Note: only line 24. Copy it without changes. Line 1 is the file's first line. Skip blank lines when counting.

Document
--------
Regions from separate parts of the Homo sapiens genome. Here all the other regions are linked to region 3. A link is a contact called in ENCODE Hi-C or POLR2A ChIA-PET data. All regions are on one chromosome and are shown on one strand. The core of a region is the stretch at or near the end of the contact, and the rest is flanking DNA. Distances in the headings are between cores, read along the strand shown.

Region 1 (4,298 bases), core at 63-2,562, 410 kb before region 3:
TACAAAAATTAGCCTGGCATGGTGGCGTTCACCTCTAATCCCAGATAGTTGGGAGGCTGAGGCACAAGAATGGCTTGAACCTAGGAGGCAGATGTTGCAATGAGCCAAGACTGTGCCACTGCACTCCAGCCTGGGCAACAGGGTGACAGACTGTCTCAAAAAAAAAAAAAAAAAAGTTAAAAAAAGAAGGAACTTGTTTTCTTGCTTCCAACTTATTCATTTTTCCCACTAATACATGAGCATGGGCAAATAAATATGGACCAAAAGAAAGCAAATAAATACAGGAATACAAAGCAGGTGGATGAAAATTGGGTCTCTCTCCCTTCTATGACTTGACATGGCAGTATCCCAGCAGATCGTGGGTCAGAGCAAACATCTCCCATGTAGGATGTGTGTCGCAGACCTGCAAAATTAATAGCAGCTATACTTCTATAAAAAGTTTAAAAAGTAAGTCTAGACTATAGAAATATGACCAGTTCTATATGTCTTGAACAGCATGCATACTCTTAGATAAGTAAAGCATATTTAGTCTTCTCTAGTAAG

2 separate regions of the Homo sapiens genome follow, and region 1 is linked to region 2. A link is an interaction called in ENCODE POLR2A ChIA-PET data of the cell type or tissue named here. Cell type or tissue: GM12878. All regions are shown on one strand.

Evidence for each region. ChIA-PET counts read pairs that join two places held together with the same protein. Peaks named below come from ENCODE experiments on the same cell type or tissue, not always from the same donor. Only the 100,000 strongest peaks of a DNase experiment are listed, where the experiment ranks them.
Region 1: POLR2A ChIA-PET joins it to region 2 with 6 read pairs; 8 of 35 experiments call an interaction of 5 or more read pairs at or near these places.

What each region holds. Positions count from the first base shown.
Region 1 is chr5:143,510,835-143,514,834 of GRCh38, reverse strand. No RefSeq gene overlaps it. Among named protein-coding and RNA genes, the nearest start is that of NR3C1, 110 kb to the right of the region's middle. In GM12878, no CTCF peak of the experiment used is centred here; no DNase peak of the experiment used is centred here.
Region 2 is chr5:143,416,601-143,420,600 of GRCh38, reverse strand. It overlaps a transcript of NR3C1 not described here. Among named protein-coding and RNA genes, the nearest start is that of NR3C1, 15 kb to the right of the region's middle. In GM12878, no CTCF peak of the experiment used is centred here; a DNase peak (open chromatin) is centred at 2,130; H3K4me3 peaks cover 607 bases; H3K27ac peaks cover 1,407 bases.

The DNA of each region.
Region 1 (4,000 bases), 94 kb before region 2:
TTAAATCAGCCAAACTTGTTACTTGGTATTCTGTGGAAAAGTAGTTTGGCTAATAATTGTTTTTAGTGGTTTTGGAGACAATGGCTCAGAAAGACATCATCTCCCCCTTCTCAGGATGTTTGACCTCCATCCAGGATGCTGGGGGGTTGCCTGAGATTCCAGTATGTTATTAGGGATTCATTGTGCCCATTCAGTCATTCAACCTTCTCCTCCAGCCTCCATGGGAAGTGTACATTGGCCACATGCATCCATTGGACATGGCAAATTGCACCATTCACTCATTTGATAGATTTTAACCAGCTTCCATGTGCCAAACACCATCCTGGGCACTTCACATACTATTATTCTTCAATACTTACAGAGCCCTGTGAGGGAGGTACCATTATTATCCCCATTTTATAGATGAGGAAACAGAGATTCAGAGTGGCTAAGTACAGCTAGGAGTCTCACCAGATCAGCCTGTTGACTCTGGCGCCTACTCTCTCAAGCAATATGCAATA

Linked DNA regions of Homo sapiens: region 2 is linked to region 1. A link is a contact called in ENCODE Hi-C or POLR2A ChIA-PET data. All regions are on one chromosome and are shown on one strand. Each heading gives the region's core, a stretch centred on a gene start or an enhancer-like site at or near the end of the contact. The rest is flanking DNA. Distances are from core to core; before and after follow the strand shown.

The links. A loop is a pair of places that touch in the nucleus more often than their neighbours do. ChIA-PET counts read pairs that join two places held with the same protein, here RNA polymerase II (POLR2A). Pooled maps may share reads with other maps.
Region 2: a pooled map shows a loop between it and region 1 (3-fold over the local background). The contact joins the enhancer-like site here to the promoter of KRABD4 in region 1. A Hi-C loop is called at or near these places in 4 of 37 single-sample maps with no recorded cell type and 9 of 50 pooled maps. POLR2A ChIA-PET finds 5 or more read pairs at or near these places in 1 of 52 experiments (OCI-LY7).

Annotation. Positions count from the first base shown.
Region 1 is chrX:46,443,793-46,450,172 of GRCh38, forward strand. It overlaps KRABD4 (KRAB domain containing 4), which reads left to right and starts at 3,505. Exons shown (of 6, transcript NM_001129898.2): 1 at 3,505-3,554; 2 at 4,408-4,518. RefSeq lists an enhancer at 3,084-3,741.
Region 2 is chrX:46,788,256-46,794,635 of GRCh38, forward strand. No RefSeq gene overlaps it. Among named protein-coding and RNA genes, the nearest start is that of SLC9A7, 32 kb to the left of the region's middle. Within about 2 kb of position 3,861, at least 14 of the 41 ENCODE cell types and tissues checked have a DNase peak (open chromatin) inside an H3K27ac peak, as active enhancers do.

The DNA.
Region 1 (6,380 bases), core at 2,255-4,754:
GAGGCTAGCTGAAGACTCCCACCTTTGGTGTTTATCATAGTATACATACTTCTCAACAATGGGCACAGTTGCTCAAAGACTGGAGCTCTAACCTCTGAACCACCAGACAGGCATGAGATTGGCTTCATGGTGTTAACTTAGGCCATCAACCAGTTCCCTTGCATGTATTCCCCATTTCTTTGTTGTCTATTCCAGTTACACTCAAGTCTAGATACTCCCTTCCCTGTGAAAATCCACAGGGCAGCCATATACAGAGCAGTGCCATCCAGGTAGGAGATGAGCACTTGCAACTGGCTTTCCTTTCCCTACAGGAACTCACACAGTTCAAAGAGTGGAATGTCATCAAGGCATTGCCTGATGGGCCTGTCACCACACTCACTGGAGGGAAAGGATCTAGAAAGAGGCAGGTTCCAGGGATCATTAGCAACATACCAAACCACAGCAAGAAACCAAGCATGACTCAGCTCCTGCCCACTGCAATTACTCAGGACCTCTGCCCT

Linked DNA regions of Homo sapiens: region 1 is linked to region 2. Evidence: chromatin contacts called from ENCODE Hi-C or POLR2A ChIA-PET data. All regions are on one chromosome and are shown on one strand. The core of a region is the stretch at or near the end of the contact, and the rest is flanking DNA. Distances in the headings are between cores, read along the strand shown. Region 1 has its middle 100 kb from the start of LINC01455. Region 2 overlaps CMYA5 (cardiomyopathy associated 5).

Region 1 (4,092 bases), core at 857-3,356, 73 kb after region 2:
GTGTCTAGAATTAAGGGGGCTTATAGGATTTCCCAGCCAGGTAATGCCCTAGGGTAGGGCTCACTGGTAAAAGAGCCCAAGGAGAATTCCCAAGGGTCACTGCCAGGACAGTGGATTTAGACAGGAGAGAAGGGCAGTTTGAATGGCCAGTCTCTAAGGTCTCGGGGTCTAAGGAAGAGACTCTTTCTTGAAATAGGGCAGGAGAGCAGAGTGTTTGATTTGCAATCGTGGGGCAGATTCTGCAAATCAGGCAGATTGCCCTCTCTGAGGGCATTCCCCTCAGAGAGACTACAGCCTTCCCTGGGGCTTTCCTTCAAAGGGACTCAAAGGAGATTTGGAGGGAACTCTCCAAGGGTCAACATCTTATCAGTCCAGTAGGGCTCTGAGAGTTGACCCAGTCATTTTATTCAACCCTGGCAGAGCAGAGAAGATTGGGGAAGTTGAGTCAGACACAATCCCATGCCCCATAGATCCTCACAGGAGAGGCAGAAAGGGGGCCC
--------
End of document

GTGTCTAGAATTAAGGGGGCTTATAGGATTTCCCAGCCAGGTAATGCCCTAGGGTAGGGCTCACTGGTAAAAGAGCCCAAGGAGAATTCCCAAGGGTCACTGCCAGGACAGTGGATTTAGACAGGAGAGAAGGGCAGTTTGAATGGCCAGTCTCTAAGGTCTCGGGGTCTAAGGAAGAGACTCTTTCTTGAAATAGGGCAGGAGAGCAGAGTGTTTGATTTGCAATCGTGGGGCAGATTCTGCAAATCAGGCAGATTGCCCTCTCTGAGGGCATTCCCCTCAGAGAGACTACAGCCTTCCCTGGGGCTTTCCTTCAAAGGGACTCAAAGGAGATTTGGAGGGAACTCTCCAAGGGTCAACATCTTATCAGTCCAGTAGGGCTCTGAGAGTTGACCCAGTCATTTTATTCAACCCTGGCAGAGCAGAGAAGATTGGGGAAGTTGAGTCAGACACAATCCCATGCCCCATAGATCCTCACAGGAGAGGCAGAAAGGGGGCCC